The discovery and development of new treatment agents for cancer that demonstrate enhanced selectivity for the tumor microenvironment continues to be an important and challenging goal in today's world. Vascular disrupting agents (VDAs) are compounds that are effective at selectively damaging the tumor vasculature while leaving the blood supply to healthy cells intact. These compounds effectively disrupt blood flow to tumors thus starving them of necessary nutrients and oxygen. This has the potential to ultimately lead to tumor death. While a number of VDAs are in human clinical trials, none have reached approval by the Food and Drug Administration (FDA), to date. Certain of these compounds function by inhibiting the assembly of tubulin into microtubules, thus causing morphology changes to the endothelial cells lining the tumor vasculature. This triggers a cascade of cell signaling events that results in catastrophic damage to the vessels feeding the tumor. The research presented in this proposal focuses on a highly collaborative, multidisciplinary approach to the synthesis and rapid biological evaluation of promising new VDAs. A combination of synthetic/medicinal chemistry to prepare newly designed compounds coupled with rapid biochemical and biological evaluation, including tumor imaging (BLI and MRI), will provide a strong platform for the discovery of new and improved VDAs. Importantly, this type of research may ultimately translate to the clinic providing additional chemotherapeutic agents that have enhanced selectivity towards the tumor microenvironment.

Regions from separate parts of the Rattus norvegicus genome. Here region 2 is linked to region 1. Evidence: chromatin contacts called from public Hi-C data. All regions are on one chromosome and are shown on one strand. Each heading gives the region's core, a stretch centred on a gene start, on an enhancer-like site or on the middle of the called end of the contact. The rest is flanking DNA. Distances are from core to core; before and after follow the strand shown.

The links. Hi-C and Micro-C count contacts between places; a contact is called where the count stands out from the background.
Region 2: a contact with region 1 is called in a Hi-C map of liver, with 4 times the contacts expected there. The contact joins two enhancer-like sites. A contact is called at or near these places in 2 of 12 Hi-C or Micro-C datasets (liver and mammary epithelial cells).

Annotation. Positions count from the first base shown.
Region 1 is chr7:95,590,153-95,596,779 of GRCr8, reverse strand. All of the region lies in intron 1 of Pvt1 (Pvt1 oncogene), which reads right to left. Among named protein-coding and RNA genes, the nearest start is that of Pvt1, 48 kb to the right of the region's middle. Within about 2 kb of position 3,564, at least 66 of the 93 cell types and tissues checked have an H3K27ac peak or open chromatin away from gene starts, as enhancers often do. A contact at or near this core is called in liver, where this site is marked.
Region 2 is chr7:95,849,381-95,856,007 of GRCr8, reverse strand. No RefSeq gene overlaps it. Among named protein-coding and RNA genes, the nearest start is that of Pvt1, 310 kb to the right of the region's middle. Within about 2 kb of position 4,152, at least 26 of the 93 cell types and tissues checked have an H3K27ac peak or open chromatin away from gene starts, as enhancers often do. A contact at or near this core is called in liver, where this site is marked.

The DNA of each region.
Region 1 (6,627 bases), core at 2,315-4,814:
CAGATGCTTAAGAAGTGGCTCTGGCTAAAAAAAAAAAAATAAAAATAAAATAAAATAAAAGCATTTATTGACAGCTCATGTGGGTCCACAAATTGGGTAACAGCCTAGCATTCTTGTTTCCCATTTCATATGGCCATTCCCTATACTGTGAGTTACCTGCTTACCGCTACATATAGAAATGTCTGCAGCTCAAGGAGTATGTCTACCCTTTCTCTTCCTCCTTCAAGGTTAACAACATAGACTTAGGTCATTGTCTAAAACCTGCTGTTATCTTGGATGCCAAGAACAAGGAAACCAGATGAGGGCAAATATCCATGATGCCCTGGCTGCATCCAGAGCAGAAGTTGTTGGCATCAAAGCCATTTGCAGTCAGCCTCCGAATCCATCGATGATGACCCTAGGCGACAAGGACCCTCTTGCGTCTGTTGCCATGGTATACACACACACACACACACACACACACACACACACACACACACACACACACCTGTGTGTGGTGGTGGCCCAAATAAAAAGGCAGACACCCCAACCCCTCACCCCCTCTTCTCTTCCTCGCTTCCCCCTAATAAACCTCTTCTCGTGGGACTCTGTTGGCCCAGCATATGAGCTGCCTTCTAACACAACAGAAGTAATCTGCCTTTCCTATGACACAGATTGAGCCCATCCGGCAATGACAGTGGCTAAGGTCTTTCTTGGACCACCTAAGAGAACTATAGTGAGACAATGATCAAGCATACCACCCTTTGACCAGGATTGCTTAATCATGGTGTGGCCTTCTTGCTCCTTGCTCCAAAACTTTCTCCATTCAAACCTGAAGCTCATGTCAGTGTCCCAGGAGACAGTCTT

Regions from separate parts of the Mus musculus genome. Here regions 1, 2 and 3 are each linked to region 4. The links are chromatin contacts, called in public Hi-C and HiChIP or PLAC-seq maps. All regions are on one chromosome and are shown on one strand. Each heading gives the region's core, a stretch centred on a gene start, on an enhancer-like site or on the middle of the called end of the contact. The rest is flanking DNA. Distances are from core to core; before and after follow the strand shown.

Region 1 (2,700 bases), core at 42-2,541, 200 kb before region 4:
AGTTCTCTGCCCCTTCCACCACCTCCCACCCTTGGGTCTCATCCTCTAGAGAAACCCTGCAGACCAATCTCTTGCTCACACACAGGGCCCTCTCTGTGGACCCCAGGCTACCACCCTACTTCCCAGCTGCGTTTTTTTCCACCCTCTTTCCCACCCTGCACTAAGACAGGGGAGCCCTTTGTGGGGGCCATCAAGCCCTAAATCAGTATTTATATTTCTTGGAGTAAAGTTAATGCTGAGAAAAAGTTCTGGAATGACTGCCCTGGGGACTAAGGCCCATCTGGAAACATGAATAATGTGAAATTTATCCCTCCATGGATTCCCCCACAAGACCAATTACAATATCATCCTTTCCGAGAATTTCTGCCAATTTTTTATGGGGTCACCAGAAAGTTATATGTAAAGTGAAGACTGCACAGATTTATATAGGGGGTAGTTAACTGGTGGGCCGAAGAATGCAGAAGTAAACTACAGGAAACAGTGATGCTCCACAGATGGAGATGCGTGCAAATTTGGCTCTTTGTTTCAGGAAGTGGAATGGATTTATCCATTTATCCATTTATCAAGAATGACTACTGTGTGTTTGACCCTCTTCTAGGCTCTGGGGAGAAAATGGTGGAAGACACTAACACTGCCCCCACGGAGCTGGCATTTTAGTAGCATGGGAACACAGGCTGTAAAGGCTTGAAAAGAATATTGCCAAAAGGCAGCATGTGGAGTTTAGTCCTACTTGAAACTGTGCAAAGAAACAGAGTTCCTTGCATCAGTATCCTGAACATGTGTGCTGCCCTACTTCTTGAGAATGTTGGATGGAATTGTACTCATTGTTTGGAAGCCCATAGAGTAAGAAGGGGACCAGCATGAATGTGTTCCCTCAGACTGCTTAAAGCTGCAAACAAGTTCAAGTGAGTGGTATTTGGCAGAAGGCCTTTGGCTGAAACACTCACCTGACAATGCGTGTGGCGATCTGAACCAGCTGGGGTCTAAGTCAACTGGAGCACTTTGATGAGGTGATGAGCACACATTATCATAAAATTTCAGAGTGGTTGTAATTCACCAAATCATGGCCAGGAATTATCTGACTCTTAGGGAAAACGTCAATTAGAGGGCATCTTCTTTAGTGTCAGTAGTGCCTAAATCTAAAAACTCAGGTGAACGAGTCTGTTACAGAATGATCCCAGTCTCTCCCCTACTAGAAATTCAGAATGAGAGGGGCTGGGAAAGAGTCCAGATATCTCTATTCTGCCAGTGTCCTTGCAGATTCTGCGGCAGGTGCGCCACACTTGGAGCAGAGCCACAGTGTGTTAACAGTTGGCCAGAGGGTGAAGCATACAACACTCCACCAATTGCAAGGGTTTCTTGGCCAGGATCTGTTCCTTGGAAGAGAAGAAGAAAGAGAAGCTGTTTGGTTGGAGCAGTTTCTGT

Public Health Relevance

The discovery and development of new vascular disrupting agents (VDAs) is universally relevant to public health since compounds of this type have the potential to be significantly improved treatment agents for a variety of malignant tumor types. In addition to molecular design, chemical synthesis, and biochemical and biological assays (in vitro), the effective development of vascular disrupting agents for cancer therapy also requires in vivo assessment. Therefore, bioluminescence imaging (BLI) and magnetic resonance imaging (MRI) will be used in this project to evaluate new VDAs.

National Institute of Health (NIH)
National Cancer Institute (NCI)
Research Project (R01)
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Drug Discovery and Molecular Pharmacology Study Section (DMP)
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Lees, Robert G
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Baylor University
Schools of Arts and Sciences
United States
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